Private William James Wright


William James Wright was born on 14 August 1895 at 6 Carlisle Street, Belfast, the second of eleven children of joiner John Wright and his wife Emily Edith (née Craze). By the time of the 1911 Census he was living at 4 Genoa Street with his parents and siblings, and working as a shirt cutter.

Wright enlisted in the North Irish Horse on 12 or 13 December 1916 (No.2328). He trained at the regiment's Antrim reserve camp before embarking for France in the first half of 1917, where he was posted to one of the squadrons of the 1st or 2nd North Irish Horse Regiments.

In August-September 1917 the 2nd NIH Regiment was disbanded and its men, together with some surplus to the needs of the 1st NIH Regiment, were transferred to the Royal Irish Fusiliers, an infantry regiment. Most, including Wright, were transferred on 20 September and posted to the 9th (Service) Battalion – renamed the 9th (North Irish Horse) Battalion – joining it in the field at Ruyaulcourt five days later. Wright was issued regimental number 41368.

He probably saw action with the battalion at the Battle of Cambrai in November and December 1917.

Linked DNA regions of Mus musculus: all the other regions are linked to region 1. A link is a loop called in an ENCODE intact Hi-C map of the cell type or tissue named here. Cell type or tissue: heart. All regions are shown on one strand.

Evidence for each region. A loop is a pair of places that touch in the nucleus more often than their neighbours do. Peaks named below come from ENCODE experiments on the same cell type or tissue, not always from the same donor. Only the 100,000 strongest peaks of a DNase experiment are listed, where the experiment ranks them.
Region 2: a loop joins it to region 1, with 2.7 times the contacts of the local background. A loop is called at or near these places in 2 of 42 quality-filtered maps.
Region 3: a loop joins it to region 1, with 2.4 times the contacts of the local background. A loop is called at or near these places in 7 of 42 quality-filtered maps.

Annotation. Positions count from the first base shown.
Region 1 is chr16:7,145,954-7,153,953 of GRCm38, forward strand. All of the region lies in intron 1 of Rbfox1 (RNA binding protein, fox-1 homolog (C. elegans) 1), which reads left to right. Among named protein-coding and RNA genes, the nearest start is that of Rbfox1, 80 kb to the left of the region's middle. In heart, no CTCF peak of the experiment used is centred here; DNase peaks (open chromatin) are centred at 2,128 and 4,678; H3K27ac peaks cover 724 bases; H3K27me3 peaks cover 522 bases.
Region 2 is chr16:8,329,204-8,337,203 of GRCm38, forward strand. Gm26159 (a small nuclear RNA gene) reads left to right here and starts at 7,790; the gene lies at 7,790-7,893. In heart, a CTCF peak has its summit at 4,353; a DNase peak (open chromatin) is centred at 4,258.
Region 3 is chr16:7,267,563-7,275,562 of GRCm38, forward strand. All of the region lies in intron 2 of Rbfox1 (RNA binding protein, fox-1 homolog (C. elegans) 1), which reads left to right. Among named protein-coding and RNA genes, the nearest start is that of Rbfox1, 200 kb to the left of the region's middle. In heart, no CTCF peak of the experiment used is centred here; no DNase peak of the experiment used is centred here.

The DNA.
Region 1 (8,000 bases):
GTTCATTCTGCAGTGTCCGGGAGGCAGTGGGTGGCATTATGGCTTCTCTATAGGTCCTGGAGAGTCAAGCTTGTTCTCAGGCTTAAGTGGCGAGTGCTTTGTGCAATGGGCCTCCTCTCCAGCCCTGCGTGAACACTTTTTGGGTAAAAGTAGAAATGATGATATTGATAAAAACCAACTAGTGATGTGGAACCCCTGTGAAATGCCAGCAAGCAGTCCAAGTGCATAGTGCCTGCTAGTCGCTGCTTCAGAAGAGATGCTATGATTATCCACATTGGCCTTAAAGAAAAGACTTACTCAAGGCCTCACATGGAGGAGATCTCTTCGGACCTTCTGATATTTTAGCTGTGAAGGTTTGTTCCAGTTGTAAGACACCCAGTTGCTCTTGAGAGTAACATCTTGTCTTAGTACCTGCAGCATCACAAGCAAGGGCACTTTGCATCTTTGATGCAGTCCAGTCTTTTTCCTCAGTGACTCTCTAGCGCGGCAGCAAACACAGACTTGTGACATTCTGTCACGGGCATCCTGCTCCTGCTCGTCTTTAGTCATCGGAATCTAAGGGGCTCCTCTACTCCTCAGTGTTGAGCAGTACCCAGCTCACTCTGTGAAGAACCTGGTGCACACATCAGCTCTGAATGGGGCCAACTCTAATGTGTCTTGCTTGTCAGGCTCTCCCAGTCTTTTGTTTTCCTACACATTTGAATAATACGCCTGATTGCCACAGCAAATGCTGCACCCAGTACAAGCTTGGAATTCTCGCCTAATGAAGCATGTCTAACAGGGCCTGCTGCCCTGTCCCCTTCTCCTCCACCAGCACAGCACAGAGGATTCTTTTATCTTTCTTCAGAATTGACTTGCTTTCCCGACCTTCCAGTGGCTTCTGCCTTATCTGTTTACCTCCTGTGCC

Wright was captured, unwounded, on 27 March 1918 at Erches, near Roye, at the end of the the 9th (NIH) Battalion's fighting withdrawal from St Quentin during the German spring offensive, when much of the battalion was overwhelmed by the fast-moving German advance. He remained a prisoner until the end of the war, initially held at Bohain in France, then at camps in Giessen and Sagan in Germany.

Wright was repatriated in late December 1918 or January 1919. He was discharged or demobilised on 18 October 1919 and granted a pension for a disability attributed to his military service – assessed at 20 per cent in March 1920. His address soon after the war was with is parents at 49 Distillery Street, Belfast.